The human health risks posed by micro/nanoplastics (MNPLs), as emerging pollutants of environmental/health concern, need to be urgently addressed as part of a needed hazard assessment. The routes of MNPL exposure in humans could mainly come from oral, inhalation, or dermal means. Among them, inhalation exposure to MNPLs is the least studied area, even though their widespread presence in the air is dramatically increasing. In this context, this study focused on the potential hazard of polystyrene nanoplastics (PSNPLs with sizes 50 and 500 nm) in human primary nasal epithelial cells (HNEpCs), with the first line of cells acting as a physical and immune barrier in the respiratory system. Primarily, cellular internalization was evaluated by utilizing laboratory-labeled fluorescence PSNPLs with iDye, a commercial, pink-colored dye, using confocal microscopy, and found PSNPLs to be significantly internalized by HNEpCs. After, various cellular effects, such as the induction of intracellular reactive oxygen species (iROS), the loss of mitochondrial membrane potential (MMP), and the modulation of the autophagy pathway in the form of the accumulation of autophagosomes (LC3-II) and p62 markers (a ubiquitin involved in the clearance of cell debris), were evaluated after cell exposure. The data demonstrated significant increases in iROS, a decrease in MMP, as well as a greater accumulation of LC3-II and p62 in the presence of PSNPLs. Notably, the autophagic effects did indicate the implications of PSNPLs in defective or insufficient autophagy. This is the first study showing the autophagy pathway as a possible target for PSNPL-induced adverse effects in HNEpCs. When taken together, this study proved the cellular effects of PSNPLs in HNEpCs and adds value to the existing studies as a part of the respiratory risk assessment of MNPLs.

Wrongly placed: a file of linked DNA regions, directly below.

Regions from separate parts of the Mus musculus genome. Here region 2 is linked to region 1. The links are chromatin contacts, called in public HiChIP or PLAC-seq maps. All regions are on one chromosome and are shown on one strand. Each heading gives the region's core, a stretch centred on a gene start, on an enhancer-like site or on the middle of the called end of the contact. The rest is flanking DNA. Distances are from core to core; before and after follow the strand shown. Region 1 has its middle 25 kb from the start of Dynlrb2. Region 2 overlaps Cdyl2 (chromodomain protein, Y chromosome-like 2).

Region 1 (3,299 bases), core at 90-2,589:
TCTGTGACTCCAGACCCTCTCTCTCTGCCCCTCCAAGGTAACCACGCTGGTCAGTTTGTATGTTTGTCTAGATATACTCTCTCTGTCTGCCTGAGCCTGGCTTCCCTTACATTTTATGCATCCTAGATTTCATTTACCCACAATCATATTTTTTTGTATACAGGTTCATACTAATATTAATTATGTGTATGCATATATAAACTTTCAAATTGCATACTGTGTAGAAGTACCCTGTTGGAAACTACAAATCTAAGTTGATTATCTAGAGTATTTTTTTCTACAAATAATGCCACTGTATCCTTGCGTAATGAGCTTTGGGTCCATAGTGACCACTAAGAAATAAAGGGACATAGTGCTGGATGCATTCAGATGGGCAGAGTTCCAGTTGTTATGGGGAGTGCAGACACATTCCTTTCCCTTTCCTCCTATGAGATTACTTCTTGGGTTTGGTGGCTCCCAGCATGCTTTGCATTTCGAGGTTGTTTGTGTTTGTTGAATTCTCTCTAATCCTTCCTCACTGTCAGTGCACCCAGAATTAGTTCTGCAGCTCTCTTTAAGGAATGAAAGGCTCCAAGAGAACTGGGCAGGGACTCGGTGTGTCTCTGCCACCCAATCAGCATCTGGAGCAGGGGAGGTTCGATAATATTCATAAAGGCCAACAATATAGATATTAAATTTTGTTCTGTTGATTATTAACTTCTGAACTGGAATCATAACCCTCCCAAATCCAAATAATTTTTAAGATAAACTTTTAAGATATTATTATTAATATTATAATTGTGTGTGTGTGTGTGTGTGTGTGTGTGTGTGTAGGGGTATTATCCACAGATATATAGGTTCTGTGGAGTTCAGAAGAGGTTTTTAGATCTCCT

- mitochondrial membrane potential
- oxidative stress